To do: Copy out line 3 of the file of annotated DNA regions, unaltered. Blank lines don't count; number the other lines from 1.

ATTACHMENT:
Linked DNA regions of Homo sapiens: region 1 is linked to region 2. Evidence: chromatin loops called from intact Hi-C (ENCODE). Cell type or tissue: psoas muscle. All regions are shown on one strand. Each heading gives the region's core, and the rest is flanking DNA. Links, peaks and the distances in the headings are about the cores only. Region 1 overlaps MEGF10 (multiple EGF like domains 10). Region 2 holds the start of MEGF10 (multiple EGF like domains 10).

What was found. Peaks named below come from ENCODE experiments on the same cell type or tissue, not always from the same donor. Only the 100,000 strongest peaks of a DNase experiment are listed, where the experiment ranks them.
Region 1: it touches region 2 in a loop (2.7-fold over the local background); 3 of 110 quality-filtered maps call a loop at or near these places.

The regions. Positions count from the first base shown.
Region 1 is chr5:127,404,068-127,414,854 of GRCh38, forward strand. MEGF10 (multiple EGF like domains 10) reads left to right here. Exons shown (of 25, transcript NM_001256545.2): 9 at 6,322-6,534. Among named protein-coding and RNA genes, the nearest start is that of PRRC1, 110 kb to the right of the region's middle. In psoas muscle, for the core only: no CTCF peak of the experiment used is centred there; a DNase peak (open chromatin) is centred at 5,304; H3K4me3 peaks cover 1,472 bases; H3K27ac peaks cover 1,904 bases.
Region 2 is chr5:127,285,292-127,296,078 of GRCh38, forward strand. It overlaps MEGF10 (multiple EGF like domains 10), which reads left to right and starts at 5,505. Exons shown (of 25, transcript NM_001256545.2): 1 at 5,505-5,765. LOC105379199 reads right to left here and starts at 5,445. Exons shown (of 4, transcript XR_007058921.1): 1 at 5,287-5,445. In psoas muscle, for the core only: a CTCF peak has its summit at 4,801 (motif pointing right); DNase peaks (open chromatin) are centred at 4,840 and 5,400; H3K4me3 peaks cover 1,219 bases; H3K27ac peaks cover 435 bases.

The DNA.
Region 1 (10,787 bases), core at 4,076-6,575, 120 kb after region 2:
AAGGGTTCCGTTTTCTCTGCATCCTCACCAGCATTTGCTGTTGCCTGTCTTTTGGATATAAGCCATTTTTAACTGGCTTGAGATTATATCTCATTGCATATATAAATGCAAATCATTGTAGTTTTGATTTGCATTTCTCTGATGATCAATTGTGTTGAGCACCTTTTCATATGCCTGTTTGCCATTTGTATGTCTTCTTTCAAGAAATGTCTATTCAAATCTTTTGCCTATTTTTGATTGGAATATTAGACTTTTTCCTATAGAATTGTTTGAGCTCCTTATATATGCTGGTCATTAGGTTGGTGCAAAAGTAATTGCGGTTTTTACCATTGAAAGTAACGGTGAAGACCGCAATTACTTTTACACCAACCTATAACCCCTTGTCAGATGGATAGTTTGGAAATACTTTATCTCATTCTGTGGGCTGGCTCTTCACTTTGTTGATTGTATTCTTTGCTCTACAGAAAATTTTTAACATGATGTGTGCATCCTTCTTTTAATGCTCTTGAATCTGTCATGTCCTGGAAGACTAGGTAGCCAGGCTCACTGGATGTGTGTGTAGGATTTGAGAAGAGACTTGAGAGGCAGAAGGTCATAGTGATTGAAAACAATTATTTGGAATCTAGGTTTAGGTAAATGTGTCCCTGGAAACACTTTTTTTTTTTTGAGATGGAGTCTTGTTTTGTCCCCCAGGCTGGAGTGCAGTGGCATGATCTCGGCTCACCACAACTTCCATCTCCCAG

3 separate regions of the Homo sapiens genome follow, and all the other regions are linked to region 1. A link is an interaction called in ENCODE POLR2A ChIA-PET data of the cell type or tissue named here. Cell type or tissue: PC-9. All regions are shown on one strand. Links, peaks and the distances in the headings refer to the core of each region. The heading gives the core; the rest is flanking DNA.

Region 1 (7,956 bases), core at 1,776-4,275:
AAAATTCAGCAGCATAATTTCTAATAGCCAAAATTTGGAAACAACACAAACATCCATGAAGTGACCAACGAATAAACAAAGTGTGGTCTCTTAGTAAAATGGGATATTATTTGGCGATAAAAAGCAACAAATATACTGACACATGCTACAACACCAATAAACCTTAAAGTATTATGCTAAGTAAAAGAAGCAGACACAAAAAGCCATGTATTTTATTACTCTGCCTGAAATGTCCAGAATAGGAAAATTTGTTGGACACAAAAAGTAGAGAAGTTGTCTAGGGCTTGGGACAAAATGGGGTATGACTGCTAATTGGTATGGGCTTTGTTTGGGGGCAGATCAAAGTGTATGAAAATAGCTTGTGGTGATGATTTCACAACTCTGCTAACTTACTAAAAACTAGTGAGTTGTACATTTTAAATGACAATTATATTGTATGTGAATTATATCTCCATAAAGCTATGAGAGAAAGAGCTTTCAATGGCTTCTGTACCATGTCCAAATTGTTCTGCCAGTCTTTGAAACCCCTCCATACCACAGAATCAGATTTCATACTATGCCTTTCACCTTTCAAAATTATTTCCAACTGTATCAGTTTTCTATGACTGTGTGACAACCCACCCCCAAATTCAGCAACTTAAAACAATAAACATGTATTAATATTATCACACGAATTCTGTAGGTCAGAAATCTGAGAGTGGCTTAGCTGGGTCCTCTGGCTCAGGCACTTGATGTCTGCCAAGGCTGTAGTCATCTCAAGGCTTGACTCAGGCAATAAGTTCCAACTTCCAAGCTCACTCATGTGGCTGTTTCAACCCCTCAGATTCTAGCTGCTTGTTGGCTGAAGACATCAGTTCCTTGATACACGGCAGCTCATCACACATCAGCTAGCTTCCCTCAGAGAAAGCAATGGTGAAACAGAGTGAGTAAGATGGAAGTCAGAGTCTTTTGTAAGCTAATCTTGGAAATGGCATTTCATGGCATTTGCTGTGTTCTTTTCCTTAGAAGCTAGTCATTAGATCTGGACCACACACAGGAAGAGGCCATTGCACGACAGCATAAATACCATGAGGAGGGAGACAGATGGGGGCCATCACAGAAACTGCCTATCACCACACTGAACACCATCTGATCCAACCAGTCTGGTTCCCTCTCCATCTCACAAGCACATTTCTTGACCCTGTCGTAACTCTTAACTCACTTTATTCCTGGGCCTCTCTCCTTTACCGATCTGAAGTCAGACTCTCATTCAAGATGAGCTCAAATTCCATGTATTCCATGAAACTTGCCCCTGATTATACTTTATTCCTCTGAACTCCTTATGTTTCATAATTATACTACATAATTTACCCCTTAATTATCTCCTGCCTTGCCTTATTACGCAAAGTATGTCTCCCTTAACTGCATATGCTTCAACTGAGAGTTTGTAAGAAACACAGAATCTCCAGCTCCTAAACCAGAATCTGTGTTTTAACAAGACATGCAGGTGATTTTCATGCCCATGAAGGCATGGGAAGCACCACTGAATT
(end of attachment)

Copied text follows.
Region 1: it touches region 2 in a loop (2.7-fold over the local background); 3 of 110 quality-filtered maps call a loop at or near these places.